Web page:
On 13 June 1975, another treaty was signed in Baghdad by Iraq's and Iran's foreign ministers. It added detail to agreements about conflict resolution and the determination of the border and any changes. The treaty is called the " Iran-Iraq: Treaty on International Borders and Good Neighborly Relations".


Iraq and Iran formed a joint commission to mark the boundary between the two countries. The commission ended marking the border on 26 December 1975 with the signing of a joint declaration of intents.[14] Iran withdrew its military forces from border areas. The borders were closed, and support for the Kurds ended. Iran also requested the CIA and the Mossad to end military support of the Kurdish rebels. It was thought that with the end of international support, the Iraqi government would negotiate with the Kurds, but the Vice-Chairman of Revolutionary Command Council, Saddam Hussein, launched a major campaign against the rebels. Mohammed Reza Pahlavi intervened and a ceasefire was agreed, but on 1 April, the government relaunched the campaign. After a number of battles, the Iraqi Armed Forces declared victory, but more than 100,000 Kurdish refugees fled to Iran and Turkey including the leader, Mustafa al-Barzani,[15] only to return with another rebellion occurring in 1978.[16]


Iraq withdrew from the Algiers Agreement on 17 September 1980. The agreement had been imposed on the country and the chaos in Iran after the Iranian Revolution led to the belief in Iraq that the changes could be undone. This resulted in the longest war in the region in the 20th century, the Iran–Iraq War. The war continued for 8 years. The war was ended in accordance with United Nations Security Council Resolution 619 and returned both parties to the Algiers Agreement of 1975.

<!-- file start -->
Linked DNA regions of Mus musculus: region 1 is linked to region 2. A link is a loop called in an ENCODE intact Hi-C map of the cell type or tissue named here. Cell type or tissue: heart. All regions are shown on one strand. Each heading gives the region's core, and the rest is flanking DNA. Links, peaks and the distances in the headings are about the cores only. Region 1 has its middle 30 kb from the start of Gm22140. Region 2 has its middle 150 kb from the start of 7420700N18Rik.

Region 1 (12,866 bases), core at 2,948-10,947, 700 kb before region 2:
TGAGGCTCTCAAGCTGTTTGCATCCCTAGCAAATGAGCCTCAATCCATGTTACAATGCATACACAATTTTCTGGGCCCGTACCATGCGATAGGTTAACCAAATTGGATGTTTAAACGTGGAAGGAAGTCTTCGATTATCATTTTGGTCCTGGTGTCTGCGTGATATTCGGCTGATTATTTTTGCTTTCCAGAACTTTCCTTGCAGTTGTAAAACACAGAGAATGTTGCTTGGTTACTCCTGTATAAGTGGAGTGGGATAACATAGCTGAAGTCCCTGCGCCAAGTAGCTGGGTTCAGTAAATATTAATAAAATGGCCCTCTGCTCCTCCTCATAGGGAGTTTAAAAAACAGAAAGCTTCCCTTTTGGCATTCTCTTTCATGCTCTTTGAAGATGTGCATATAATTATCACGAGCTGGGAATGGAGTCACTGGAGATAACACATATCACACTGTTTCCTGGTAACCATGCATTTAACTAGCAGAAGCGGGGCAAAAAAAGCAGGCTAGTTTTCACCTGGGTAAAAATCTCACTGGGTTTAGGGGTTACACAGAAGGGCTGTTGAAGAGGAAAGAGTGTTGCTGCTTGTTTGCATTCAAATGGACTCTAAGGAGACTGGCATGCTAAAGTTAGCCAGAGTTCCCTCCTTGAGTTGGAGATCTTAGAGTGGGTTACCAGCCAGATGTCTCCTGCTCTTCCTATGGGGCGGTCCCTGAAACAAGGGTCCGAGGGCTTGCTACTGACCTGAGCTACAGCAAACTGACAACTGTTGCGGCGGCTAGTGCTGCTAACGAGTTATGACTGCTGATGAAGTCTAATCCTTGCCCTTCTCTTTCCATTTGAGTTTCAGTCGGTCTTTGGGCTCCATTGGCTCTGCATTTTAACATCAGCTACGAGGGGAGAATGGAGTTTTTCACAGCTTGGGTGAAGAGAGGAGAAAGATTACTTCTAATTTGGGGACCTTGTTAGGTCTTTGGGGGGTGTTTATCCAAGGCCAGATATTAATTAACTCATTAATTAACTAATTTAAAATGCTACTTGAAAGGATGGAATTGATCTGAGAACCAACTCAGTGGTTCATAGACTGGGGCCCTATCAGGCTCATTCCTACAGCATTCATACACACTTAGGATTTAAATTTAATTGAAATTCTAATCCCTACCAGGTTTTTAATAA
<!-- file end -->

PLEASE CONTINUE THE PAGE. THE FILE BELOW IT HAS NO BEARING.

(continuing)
See alsoEdit


  1. ^ UN Treaty Series Vol. 1017, 1985, full text of the treaty and delimitation description Archived September 18, 2008, at the Wayback Machine
  2. ^ Harris, George S. (1 January 1977). "Ethnic Conflict and the Kurds". The Annals of the American Academy of Political and Social Science. 433 (1): 112–124. doi:10.1177/000271627743300111.
  3. ^ Krash, Ephriam; Rautsi, Inari (1991). Saddam Hussein: A Political Biography. pp. 67–75.
  4. ^ The introduction in Genocide in Iraq: The Anfal Campaign Against the Kurds (Human Rights Watch Report, 1993).
  5. ^ "Iraq Kurd Revolt 1974–1975". Wars of the World. Archived from the original on 26 July 2013. Retrieved 7 September 2014.
  6. ^ Abdulghani, J. M. (1984). Iraq and Iran: The Years of Crisis. London. p. 142.
  7. ^ a b Rookdsmn, Anthony; Wagner, Abraham (1998). Iraq-Iran War.
  8. ^ a b Bengio, Ofra (2012). The Kurds of Iraq: Building A State Within A State.
  9. ^ Pipes, Daniel. "A Border Adrift: Origins of the Iraq-Iran War". New Weapons. Retrieved 7 September 2014.
  10. ^ Report of United States embassy in Baghdad to the State Department, 16 May 1973
  11. ^ Report of United States embassy in Tehran to the State Department, 9 June 1973
  12. ^ Kutchera, Chris (1979). Le Mouvement national Kurde. Paris. pp. 322–323.
  13. ^ Cashman, G., & Robinson, L. C. (2007). An introduction to the causes of war: Patterns of interstate conflict from World War I to Iraq. Rowman & Littlefield Publishers.p272
  14. ^ "International Boundary Study". Office of Geographer Bureau of Intelligence and Research (164). 13 July 1978.
  15. ^ F. Gregory Gause, III (2009-11-19). The International Relations of the Persian Gulf. Cambridge University Press. pp. 36–37. ISBN 9781107469167. Retrieved 26 December 2013.
  16. ^ Sluglett, M. Farouk (1984). Not Quite Armageddon: Impact of the War on Iraq. p. 24.

External linksEdit

Coordinates: 29°51′54″N 48°45′07″E / 29.86500°N 48.75194°E / 29.86500; 48.75194